AMEND CORNER: Change is hard, but necessary

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One of the truths about life is things change, and the truth about change is that it is inevitable.

The older you are, the more you are aware of these truths, and you may not be entirely happy about that, because you may be having trouble keeping up with the changes.

Back in 1970, a guy named Alvin Toffler explained the problem in a book about these changes, “Future Shock.” His thesis was that, in the 20th century, changes in our world were coming faster than they ever had before. In fact, they were coming so fast, society was having difficulty adjusting, and so fast many people were falling behind, unable to adjust their lives to the changes that were coming.

Toffler was right about many things. The book predicted that we would find ourselves tied together electronically in a network. He didn’t call it the internet, but that’s essentially what he was talking about. He also predicted, among many other things, the decline of organized religion, the rise of home-schooling and the decline of manufacturing, along with the blue collar jobs that went with it — exactly the issues that we are dealing with today both as individuals and as a society.

Other predictions in the book were a bit premature if not totally unrealistic, such as routine space travel, but overall, today’s world looks a lot like the one Toffler pictured in his book, and not everyone is happy about it.

That’s understandable, because a change doesn’t work the same way for everyone. An industry may adopt technology that puts one guy out of work, but creates a job for someone else, to cite one example. 

Another example is medical care. In recent years, great progress has been made in treating multiple myeloma, a change I am quite happy about. Without that progress, you quite likely would not be reading this column today. However, those advances have a high cost, a large part of which is paid by the Medicare system, and the longer I live, the more it will cost. That’s a problem our society hasn’t adjusted to yet.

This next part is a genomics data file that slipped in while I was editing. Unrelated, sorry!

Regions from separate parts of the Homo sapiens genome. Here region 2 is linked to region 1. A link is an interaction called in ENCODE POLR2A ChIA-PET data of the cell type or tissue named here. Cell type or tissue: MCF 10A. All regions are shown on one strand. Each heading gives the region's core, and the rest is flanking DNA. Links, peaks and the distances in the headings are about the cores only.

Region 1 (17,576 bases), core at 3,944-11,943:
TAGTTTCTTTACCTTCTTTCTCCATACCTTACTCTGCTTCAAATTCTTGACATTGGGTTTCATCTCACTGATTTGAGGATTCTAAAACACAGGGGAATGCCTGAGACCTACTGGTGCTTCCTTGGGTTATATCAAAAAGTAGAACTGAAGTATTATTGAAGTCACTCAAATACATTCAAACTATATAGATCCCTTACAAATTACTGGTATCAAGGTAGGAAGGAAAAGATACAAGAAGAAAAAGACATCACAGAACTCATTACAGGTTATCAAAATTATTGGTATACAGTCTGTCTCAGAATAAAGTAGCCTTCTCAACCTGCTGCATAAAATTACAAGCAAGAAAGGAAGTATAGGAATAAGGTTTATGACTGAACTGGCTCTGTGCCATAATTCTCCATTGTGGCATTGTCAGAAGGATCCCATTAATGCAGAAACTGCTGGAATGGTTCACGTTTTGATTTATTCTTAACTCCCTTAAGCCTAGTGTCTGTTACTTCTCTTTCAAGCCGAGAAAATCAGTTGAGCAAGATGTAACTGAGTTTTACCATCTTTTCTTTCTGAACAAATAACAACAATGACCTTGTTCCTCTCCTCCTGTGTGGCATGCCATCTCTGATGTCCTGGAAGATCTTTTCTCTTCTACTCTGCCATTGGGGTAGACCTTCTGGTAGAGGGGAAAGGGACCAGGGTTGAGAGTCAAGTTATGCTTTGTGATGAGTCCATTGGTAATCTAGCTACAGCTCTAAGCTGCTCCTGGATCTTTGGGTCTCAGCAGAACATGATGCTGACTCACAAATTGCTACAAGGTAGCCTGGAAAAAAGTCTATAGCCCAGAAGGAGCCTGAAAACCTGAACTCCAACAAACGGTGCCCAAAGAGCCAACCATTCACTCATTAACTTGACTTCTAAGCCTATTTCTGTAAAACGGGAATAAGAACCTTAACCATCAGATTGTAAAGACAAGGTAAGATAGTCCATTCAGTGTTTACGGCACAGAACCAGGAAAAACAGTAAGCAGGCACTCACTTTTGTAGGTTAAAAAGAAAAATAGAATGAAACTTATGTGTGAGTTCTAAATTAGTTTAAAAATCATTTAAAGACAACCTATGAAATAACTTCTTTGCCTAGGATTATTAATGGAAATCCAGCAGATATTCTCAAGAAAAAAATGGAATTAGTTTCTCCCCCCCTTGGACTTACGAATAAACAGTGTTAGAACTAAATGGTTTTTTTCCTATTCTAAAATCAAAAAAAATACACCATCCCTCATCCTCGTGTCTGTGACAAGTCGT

Social changes in our society are also upsetting to many. Churches that were usually full in the 1950s when I was young have experienced declining attendance, and church activities that contributed to my growing up are less available now, if they exist at all.  Civic organizations such as Kiwanis and Lions clubs are declining as well, along with lodges such as the Elks and the Masons. Americans have increasingly become disconnected from each other since 1970, just has Toffler predicted. As a result, our society has lost the services those organizations provided.

The family has been negatively impacted as well by changes in the society. I remember as a child that I had very few friends who weren’t living with both parents. Early in my career, though, when “Future Shock” predicted that the divorce rate would increase, I realized that the prediction was already coming true when I discovered how many of my students came from broken families.

OK, now, I think that’s enough gloom for one column. It’s true many of the negative changes forecast in Future Shock have come true. If you’re my age, you have watched that happen, and maybe you regret that things aren’t the way they used to be. Personally, though, I really wouldn’t want to return to the good old days. True, it was nice to head for church on Sunday knowing that many of your friends would be there as well — and while in today’s world your favorite baseball player might well be traded to another team halfway through the game you’re watching, you always knew when you woke up that Stan Musial was still a St. Louis Cardinal and Ernie Banks would always be a Chicago Cub.

But it wasn’t perfect. I remember a few years ago searching the morgue of the paper I worked for seeking items for a “looking backward” feature. I found a distressing number of people, usually men, in the small town of Basin who had died in their mid- to late 50s. Such early deaths are much more infrequent today. I found basketball tournaments that had been canceled due to epidemics of polio or other infectious diseases and other incidents that appeared to be common back then, but are rare today.

Things are better in so many ways than they were back then. Medicine has eliminated many illnesses helping us live longer and healthier today; cars and the roads we drive them on are safer; and the efforts of the government, manufacturers and the airline industry have made air travel even safer, just to name a few changes.

Today, though, I get the feeling that many Americans would like to slow, or even reverse some of the changes that have taken place in recent years, and some in our government seem to be listening to them.

But America has been built by people who changed the world by looking for better ways to do things. I hope that, in the end, we let those people have their way.

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